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Livingstone Range School Division pow wow part of Truth and Reconciliation calls to action

More than 1,500 students from across Livingstone Range School Division will pour into Fort Macleod tomorrow for a pow wow.
The Ohkaniposiyo’op — Getting Everyone Together pow wow begins with the grand entry at 9:30 a.m. Thursday, May 3 and continues with breakout sessions at W.A. Day and F.P. Walshe schools.
“The fact that the biggest event in Livingstone Range School Division history is a celebration of indigenous culture tells me that the future is bright for all of our students,” First Nations, Metis and Inuit liaison at F.P. Walshe Duane Petluk said. “That is why we have planned this special day, and I hope that everyone leaves on Thursday with a stronger connection to indigenous culture.”
The pow wow promotes the Truth and Reconciliation Commission’s calls to action.
Previous school pow wows in Fort Macleod have only involved students from W.A. Day and F.P. Walshe school.
The event was extended this year to include young people from across Livingstone Range.
“”I have been teaching for many years and I have never, ever, been a part of an event that I am more proud of,” Petluk said. “Ohkaniposiyo’op — Getting Everyone Together, makes me proud to be a Livingstone Range School Division teacher, proud to be an F.P. Walshe teacher and proud to be indigenous.”
W.A. Day school principal Richard Feller in a news release said the event builds understanding while aligning with Alberta Education curriculum on First Nations, Metis and Inuit culture.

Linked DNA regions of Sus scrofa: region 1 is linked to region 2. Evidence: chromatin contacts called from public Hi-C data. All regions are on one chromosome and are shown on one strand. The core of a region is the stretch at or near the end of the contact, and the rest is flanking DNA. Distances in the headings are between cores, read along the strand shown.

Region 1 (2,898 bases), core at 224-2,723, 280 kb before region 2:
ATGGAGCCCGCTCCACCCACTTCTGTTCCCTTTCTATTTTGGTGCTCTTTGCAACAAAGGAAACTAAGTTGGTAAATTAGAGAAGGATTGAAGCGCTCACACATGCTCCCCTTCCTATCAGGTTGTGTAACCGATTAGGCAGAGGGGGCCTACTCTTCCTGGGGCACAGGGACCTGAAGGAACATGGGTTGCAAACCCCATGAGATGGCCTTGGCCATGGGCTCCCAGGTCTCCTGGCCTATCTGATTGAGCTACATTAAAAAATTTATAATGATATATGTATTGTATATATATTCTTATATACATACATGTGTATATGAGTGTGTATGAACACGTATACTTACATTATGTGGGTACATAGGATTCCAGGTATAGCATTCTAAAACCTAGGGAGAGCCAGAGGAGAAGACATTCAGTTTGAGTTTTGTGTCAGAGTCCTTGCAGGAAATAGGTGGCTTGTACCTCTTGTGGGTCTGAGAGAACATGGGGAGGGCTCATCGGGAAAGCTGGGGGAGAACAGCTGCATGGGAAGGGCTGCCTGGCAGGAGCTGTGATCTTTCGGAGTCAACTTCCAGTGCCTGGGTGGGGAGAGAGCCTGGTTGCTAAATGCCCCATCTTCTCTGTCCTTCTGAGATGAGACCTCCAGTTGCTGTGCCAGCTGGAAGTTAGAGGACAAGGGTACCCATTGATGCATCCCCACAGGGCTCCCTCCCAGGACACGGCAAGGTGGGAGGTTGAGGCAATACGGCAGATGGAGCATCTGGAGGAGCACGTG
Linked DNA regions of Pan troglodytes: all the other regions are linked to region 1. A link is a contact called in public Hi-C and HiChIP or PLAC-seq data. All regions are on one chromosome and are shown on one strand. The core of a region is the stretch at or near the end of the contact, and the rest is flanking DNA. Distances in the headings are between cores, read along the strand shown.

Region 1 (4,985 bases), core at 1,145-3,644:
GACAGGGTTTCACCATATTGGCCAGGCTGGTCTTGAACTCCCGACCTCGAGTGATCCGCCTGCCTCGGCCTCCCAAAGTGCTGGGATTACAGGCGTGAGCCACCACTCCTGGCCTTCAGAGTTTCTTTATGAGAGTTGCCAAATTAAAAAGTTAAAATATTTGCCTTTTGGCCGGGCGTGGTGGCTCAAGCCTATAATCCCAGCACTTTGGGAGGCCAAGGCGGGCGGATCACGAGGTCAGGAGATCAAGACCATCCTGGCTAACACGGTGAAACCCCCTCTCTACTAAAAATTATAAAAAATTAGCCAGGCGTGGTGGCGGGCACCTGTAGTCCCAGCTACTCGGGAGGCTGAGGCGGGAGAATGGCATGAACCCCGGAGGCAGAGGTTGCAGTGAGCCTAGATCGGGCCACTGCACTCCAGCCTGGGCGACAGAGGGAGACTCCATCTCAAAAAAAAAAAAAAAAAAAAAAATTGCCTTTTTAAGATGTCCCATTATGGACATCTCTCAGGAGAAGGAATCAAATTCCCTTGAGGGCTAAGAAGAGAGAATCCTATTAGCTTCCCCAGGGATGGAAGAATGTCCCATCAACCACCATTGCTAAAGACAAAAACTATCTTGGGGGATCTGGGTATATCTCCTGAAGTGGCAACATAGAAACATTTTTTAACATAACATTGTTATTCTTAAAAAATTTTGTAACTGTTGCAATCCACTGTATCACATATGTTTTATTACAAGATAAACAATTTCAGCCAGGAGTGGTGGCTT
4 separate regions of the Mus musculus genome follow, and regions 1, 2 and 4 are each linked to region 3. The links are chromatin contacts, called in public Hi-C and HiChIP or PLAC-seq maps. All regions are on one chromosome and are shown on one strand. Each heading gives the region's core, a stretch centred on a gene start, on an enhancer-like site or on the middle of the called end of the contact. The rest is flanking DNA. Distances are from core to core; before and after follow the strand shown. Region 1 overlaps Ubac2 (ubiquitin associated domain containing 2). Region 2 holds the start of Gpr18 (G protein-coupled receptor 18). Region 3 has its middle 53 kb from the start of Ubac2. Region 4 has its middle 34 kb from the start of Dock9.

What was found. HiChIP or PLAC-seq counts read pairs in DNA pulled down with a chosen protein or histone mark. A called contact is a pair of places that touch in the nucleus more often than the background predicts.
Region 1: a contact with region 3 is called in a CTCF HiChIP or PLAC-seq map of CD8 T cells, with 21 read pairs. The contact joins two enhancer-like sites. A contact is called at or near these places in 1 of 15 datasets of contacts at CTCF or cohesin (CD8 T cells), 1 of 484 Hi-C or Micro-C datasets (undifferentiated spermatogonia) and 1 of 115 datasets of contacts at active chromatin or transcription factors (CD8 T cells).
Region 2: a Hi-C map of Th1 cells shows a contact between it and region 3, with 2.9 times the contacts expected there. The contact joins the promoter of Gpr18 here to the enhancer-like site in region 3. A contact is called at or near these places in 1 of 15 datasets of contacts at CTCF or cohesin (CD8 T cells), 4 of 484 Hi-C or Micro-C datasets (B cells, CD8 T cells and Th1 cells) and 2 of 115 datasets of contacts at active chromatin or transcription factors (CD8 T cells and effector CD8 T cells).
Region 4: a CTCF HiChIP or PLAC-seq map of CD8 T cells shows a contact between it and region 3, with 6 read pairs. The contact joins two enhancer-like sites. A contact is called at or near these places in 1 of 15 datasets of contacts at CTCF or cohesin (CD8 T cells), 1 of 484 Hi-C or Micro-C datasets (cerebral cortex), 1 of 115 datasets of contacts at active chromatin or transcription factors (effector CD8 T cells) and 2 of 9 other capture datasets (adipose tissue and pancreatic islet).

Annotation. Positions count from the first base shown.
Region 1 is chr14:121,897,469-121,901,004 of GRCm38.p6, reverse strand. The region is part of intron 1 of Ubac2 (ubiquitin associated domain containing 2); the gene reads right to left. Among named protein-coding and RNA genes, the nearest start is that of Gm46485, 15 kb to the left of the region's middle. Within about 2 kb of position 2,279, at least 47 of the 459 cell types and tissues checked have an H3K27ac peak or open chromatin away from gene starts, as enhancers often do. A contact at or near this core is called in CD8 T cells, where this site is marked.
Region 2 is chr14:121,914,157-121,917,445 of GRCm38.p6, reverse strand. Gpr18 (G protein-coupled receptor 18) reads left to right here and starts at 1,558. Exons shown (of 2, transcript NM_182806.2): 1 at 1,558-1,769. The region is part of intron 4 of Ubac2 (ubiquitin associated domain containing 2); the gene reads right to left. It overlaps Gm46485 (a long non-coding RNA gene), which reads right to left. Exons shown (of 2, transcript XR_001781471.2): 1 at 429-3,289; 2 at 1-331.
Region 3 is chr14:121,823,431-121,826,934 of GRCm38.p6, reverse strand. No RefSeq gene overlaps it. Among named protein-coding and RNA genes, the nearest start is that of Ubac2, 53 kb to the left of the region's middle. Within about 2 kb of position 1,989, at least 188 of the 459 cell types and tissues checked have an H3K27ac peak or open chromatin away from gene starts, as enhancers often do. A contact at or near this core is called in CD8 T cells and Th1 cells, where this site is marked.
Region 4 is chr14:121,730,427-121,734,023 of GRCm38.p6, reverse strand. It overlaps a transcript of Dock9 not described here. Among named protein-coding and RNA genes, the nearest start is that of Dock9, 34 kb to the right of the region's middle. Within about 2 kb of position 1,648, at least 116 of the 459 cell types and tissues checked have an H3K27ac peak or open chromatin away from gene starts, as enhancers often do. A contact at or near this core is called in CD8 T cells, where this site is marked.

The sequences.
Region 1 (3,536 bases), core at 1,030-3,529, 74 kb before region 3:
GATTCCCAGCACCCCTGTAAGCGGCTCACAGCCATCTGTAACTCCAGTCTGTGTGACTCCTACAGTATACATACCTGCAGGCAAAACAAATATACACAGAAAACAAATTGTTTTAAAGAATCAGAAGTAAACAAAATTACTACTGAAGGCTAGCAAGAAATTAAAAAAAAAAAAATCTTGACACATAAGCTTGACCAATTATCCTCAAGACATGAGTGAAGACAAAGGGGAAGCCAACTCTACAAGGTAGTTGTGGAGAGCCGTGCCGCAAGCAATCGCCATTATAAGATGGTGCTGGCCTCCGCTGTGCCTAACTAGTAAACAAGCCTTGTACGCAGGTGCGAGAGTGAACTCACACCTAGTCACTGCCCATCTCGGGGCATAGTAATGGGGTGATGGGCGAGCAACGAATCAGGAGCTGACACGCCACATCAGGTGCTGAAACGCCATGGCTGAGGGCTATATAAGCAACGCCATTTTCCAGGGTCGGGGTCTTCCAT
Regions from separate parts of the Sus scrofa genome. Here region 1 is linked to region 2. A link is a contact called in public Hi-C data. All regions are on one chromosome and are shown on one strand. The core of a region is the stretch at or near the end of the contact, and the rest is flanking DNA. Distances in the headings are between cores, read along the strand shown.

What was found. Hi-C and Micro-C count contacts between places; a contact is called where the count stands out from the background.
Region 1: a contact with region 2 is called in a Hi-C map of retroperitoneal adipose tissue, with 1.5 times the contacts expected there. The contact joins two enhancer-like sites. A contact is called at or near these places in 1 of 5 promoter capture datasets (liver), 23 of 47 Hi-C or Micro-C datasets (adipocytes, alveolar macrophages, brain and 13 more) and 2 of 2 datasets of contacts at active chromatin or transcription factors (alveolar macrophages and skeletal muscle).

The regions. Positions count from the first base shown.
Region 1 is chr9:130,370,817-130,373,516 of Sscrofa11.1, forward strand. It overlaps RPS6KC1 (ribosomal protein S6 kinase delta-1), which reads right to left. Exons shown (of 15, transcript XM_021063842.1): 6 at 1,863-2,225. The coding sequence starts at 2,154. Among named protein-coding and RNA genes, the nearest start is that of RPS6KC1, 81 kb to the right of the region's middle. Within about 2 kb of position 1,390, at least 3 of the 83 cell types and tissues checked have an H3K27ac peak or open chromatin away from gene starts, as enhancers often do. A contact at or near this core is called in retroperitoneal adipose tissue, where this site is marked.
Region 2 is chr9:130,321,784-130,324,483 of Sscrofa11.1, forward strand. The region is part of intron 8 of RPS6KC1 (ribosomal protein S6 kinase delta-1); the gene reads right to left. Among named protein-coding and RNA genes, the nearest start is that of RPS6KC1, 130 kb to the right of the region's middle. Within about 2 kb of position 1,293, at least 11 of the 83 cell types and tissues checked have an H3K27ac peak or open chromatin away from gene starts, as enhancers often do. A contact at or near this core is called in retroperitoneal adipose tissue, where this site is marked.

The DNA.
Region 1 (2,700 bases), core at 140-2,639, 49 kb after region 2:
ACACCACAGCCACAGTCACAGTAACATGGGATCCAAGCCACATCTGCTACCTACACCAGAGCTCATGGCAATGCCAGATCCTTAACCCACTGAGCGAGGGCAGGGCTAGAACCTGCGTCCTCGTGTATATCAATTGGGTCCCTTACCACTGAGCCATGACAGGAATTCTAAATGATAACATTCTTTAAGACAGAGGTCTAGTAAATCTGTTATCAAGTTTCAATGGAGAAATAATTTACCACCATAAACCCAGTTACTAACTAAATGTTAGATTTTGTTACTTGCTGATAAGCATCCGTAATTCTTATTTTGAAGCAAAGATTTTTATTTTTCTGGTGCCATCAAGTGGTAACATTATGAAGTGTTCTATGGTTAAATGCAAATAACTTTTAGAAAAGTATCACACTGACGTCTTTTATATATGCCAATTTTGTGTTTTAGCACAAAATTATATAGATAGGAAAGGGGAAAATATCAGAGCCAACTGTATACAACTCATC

“It is our sincere intention to create an authentic and engaging learning opportunity to help bring meaning for students as they participate within the Alberta learning agenda,” Feller said. “This provides an occasion to build positive relationships and reciprocal understanding. (We learn) about how our First Nations view themselves and our world as we walk together.”
Half the students will stay at the F.P. Walshe sports field to take part in the pow wow through the morning.
The other half of the students will go to breakout sessions at W.A. Day and F.P. Walshe schools.
The following breakout sessions are planned:

  • Blackfoot elder Peter Weasel Moccasin and F.P. Walshe Grade 12 student Tristan Black Water will show students in the morning how to assemble and raise a teepee.
  • In the afternoon there will be storytelling in the teepee.

  • Actors Troy Twigg and Michelle Thrush will tell Napi stories.
  • Trina Eagle Tailfeathers will teach students to make hide chokers.
  • Greta Many Bears will discuss traditional art.
  • Metis elder Rod McLeod will talk to students about Metis culture.
  • Head-Smashed-In Buffalo Jump interpreter Stan Knowlton will give a “living off the land” presentation.
  • Michelle Klinginbird will talk to students about Inuit culture.
  • Filmmaker Cowboy Smithx will present and discuss his latest film Elder in the Making, with a question and answer session to follow.
  • Shirlee Crow Shoe or Sherri Day Chief will discuss traditional foods,
  • Jaron Weasel Bear will teach traditional drumming.
  • Elder Leo Fox will talk to students about the Blackfoot language.
  • Jason Plain Eagle will get students involved in traditional games.
  • Marilyn Contoyse will demonstrate traditional dancing.
  • Blood Tribe medicine man Joe Eagle Tail Feathers will explain the traditional smudge and plants and medicines.
  • Denise Gaetz will discuss indigenous art, with all students leaving with a medicine bag they have made.
  • Post secondary round table with representatives of the University of Lethbridge and Lethbridge College.

Organizers have reached out to the community for support in the form of donations of items for lunch or cash.
Fort Macleod council last week voted to donate $500 to help fund the pow wow.
“The pow wow will be the first of its kind in the community to promote the calls to action through a process of reconciliation, increased cultural awareness, promotion of unity and fostering positive relationships between all based on mutual understanding and respect,” explained Georgina Henderson, the school division’s First Nations, Metis and Inuit success co-ordinator, explained in a letter to council.

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